NEW YORK -- Wearing a flashy sheared mink with a fox collar, I set off to Marc Bouwer's PETA-sponsored show. Would the fur fly, or would the PETA folks keep their promise and behave with the fashion crowd? I walk...
NEW YORK -- Wearing a flashy sheared mink with a fox collar, I set off to Marc Bouwer's PETA-sponsored show. Would the fur fly, or would the PETA folks keep their promise and behave with the fashion crowd? I walk in with a co-worker who requests that I "don't stand too close." Inside we mill about the lobby where a camera crew is clamoring to film B-52 member and PETA-supporter Kate Pierson. Maybe that's why no one seems to care about what I'm wearing, though I do catch the occasional odd glance. Inside the well-lit room people are taking their seats. I feel strangely vulnerable as I realize that I have lost my friend on the way in. I decide to go for champagne and mingle in hopes of illiciting a reaction. The bartender, clad in a PETA T-shirt, says nothing but acts a bit odd. I spot heavily made-up actress Dominique Swain, decked-out in what appears to be a fabulous fake by Bouwer. She makes me wonder though, where are the "People for the Ethical Treatment of Makeup"?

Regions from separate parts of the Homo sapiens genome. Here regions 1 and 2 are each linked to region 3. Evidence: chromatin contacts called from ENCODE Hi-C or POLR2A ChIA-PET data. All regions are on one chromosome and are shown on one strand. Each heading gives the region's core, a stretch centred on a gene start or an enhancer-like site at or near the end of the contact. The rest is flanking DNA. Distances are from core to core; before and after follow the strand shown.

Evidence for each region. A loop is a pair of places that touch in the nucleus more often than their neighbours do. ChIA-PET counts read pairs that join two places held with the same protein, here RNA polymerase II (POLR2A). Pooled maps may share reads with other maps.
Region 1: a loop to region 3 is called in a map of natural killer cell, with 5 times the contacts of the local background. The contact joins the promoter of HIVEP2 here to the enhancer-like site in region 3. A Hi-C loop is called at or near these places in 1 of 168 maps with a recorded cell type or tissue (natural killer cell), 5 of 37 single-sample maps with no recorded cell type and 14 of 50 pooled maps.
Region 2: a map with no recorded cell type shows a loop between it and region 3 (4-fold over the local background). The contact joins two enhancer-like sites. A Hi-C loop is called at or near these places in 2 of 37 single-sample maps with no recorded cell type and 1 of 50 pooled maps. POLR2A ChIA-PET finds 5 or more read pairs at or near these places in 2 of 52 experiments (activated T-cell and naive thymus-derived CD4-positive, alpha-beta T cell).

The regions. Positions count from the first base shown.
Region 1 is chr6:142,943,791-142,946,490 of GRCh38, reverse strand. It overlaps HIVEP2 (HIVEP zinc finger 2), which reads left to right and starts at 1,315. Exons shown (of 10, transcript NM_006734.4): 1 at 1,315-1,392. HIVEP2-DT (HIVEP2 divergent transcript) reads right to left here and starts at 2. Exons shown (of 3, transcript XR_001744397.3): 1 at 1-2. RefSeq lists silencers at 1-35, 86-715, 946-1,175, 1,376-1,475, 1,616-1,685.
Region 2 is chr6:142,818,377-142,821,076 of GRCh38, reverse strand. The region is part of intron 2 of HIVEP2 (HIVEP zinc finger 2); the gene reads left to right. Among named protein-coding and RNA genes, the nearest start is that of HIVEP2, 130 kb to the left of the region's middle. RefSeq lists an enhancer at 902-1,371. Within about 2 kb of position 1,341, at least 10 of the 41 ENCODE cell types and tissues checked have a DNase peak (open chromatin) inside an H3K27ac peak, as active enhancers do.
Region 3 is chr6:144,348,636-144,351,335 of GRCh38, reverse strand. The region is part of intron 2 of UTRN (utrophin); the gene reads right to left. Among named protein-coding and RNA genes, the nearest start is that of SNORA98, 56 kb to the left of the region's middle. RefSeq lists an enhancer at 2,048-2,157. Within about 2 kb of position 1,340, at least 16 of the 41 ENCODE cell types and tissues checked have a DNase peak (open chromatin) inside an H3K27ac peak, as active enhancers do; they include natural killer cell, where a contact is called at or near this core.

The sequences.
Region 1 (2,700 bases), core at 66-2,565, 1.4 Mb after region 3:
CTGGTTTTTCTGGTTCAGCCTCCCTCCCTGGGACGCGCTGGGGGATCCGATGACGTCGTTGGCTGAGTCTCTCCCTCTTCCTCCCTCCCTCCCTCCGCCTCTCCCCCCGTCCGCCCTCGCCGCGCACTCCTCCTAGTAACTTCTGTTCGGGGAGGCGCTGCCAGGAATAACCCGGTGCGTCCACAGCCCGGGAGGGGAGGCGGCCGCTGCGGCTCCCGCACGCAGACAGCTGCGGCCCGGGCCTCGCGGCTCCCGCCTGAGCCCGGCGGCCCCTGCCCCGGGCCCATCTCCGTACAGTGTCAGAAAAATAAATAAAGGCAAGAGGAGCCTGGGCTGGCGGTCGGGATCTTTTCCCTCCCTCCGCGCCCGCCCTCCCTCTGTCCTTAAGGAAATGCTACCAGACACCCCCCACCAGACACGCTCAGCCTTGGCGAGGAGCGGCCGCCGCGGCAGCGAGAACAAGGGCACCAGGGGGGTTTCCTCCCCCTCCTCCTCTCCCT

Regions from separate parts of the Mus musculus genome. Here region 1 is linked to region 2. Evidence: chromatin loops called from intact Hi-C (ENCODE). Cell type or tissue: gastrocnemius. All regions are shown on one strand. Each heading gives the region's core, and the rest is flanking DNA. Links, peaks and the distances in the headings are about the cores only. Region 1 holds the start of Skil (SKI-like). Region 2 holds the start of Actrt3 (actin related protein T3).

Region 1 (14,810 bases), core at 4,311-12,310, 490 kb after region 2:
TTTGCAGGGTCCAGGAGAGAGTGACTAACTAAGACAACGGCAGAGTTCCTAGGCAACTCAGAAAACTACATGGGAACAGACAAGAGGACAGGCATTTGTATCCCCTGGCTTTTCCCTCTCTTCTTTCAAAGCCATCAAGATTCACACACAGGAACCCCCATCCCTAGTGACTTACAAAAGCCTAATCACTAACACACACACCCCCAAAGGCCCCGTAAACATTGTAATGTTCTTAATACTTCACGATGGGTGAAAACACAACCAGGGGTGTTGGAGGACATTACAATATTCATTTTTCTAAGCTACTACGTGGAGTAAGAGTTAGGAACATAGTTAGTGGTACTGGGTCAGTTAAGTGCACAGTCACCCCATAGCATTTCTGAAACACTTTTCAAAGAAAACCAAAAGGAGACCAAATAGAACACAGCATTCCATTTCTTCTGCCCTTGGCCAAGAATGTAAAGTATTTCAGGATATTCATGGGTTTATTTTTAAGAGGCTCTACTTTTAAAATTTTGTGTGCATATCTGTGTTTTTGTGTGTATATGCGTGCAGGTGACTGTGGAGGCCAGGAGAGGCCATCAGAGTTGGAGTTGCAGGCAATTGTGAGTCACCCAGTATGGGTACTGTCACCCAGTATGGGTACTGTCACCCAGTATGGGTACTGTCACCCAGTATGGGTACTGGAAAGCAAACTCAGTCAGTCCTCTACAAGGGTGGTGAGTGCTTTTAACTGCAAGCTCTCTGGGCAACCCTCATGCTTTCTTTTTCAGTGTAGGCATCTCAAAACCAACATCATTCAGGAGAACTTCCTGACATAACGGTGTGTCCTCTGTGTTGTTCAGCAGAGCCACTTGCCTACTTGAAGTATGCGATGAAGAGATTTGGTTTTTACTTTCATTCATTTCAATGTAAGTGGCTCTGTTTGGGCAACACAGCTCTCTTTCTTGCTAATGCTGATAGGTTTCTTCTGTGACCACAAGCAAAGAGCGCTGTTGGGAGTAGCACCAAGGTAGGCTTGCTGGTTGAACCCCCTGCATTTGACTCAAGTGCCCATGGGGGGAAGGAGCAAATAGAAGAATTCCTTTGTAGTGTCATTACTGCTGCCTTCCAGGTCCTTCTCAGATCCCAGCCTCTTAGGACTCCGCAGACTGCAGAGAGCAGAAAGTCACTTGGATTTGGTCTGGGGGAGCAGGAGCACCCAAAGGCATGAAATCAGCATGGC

Fern Mallis stops by to chat, and I steer the talk to the Russian photographer who's been using fake Fairchild photo credentials to crash the collections. Even Fern seems not to notice what I'm wearing. But then, there are certainly more outrageous dressers in fashion, like the guy who comes to every show in head-to-toe loud patterns. I head to my seat, where I meet up with other editors from my office. Across the aisle, a front row guest has turned her fur inside-out and is sitting on it.
On the runway, it's apparent that textile technology has come a long way -- Bouwer's fauxs look good. After the show a song called "Don't Kill the Animals" blares from the speakers as the crowd starts to leave. We run to chat with the woman with the inside-out fur. She says it's fake. We cop a feel -- real. I pose for a picture in front of the "Marc Bouwer/PETA" banner (above). Still no caustic reaction.
Then I spot a guest holding a fur-trimmed nylon parka. "Yes, I know, I'm really sorry," she says. "I have to apologize for this.""You don't have to apologize to me!" I respond. Her own fur-shame has kept her from noticing my flamboyant coat. I head outside to hail a cab, deep-down, a little disappointed that I hadn't caused more of a stir. Next stop: the RocaWear event. Maybe there, a bastion of over-the- top hip-hop glamour, someone will notice my coat.
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